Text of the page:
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March 28, 1997 - Image 8

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Publication:
The Michigan Daily, 1997-03-28

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StI ~a~

MEN'S HOUSTON 104,
BASKETBALL Cleveland 84
Connecticut 74, SAN ANTONIO 97,
Arkansas 64 Orlando 93
PRO LA Lakers 102,
BASKETBALL VANCOUVER, 98 (C

OT)

Ottawa 3,
FLORIDA 2
NEW JERSEY 4,
NY Rangers 0
Hartford 5.
TAMPA BAY 2
Los Angeles 1,
ST. LOUIS, 2
Toronto 1,
PHOENIX 1 (OT)

PRO
BASEBALL
PHILADELPHIA 6,
Detroit 1
Chicago White Sox 6,
BOSTON 1
MONTREAL 5,
Baltimore 1
TORONTO 5,
Pittsburgh 4

S

Chicago 96,
TORONTO 83
Atlanta 103,
LA Clippers 88

PRO
HOCKEY
NY Islanders 6,
BOSTON 3

Friday
March 28, 1997

8

- I

.Nit

The Michigan basketball team defeated Florida State to win the
NIT while the defending national champion hockey team fell to
Boston University in the NCAA semifinals.

CHASE
WIT

0

i01 It

Icers a symbol of
success despite loss

One word for
Blue: champions

By Andy Knudsen
Daily Sports Writer
MILWAUKEE - The only people
giving Boston University a chance this
week were the Wolverines.
Why? Because they know from past
experience how hard it is to win games
in the NCAA tournament.
Michigan has had seven consecutive
-30,win seasons but has lost in the semi-
finals four times in the past six years,
ith a quarterfinal loss in 1993-94 to
Lake Superior.
After Michigan won the national
championship last
season, the fans
and media seemed
u - Q to forget how dif-
ficult it really is to
win a national
<{ championship.
People forgot
that Michigan was
r not the favorite to
f win last season.
And that nothing
goes exactly like it's supposed to in sin-
gle-elimination tournaments.
"When you get to this point in the sea-
son, you have to be playing your best,"
Michigan coach Red Berenson said. "We
obviously didn't play our best game.'
Boston has been on a hot streak, very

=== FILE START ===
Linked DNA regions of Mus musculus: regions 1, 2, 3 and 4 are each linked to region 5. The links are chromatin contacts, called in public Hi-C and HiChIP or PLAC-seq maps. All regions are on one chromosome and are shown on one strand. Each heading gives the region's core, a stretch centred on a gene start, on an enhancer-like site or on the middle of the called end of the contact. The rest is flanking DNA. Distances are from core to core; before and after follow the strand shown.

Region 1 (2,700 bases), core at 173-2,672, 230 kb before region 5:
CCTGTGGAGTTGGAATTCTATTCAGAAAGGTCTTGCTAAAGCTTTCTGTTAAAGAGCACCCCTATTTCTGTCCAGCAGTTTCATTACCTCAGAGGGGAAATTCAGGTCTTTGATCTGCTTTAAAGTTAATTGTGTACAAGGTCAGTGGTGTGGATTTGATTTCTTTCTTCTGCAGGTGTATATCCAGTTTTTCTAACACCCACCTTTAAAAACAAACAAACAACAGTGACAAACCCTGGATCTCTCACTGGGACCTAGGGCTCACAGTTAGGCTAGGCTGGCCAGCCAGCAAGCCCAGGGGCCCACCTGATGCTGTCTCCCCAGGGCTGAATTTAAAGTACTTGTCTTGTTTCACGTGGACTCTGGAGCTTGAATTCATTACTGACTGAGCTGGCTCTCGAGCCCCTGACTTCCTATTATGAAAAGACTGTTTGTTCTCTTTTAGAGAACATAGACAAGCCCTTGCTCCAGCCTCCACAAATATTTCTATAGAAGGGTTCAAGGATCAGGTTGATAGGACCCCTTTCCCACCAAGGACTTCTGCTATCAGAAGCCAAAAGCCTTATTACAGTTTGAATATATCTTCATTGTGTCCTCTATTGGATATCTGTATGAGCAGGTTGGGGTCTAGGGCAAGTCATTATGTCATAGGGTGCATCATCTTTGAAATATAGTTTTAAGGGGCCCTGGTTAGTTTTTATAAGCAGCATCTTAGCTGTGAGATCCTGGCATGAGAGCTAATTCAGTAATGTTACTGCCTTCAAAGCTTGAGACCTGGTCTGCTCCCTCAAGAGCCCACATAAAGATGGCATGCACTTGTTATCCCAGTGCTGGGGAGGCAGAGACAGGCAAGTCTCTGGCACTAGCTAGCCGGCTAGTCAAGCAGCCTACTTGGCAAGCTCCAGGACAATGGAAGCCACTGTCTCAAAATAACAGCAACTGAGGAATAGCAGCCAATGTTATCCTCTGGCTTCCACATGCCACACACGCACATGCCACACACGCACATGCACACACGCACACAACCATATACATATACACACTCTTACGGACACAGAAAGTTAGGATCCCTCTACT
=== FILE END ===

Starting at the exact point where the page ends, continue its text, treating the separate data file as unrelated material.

similar to Michigan last year.
The Wolverines have been well-pre-
pared for every game this season, and
last night was no exception.
"I think we were mentally ready to
play," defenseman Harold Schock said
with teary eyes. "It was the most impor-
tahi thing in everybody's life on our team
this week, and for the majority of this
season - to win this tournament.'
The shocked and dejected lockerroom
last night showed the importance of the
game to the Wolverines.

"We just didn't have that edge with the
puck tonight," Berenson said. "Our good
chances were going astray, and we
weren't as sharp as we need to be."
It has been said all year that the season
would be a failure without a national title.
Ridiculous.
No team has repeated as national
champion since Boston in 1971 and '72.
A streak like that doesn't last 25 years
by coincidence.
"These kids aren't machines,"
Berenson said. "They've lived up to
expectations until this one game."
Expectations of a championship from
the first day of practice are foolish.
A sullen Brendan Morrison knew his
team couldn't consider itself a failure.
"We can't walk out of here with our
heads down," Morrison said. "We made
a good run at it this year. Unfortunately,
things didn't work.out in the end."
Morrison and his class of nine seniors
have taken Michigan hockey to its high-
est level in three decades.
They became the first class ever to
win four regular-season CCHA champi-
onships.
They brought the national title back to
Ann Arbor for the first time in 32 years
and raised the program's already high
standards.
Many will say last night's 3-2 loss in
the semifinals is a continuation of a post-
season jinx. And many will say
Michigan still can't win the big game.
But how can a program that has fin-
ished third or higher in the nation in five
of the past six years be considered any-
thing but a success?
While it may have taken consecutive
titles for this team to historically go
down as a dynasty, Michigan fans should
have nothing but fond memories of this
senior class and Michigan hockey in this
decade.

NEW YORK - Champions. It's a
sweet-sounding word, three syl-
lables that athletes and coaches
at every level put their hearts and souls
into, spill blood, sweat and tears to be
able to utter.
And after last night's 82-73 victory
over Florida State in the NIT champi-
onship game, it is a word that aptly fits
the Michigan men's basketball team.
Never mind the
fact that it's not
the NCAA title.
Forget all the
speculation about
violations.
For the
Wolverines, none
of that matters - W
they have them-
selves a national MCCAHILL
championship. Whatcha talkin'
The Wolverines 'bout Willis?
have been playing
inspired ball since
being denied entry to the Big Dance,
and now the Wolverines are savoring
the fruits of their labors.
And they deserve it.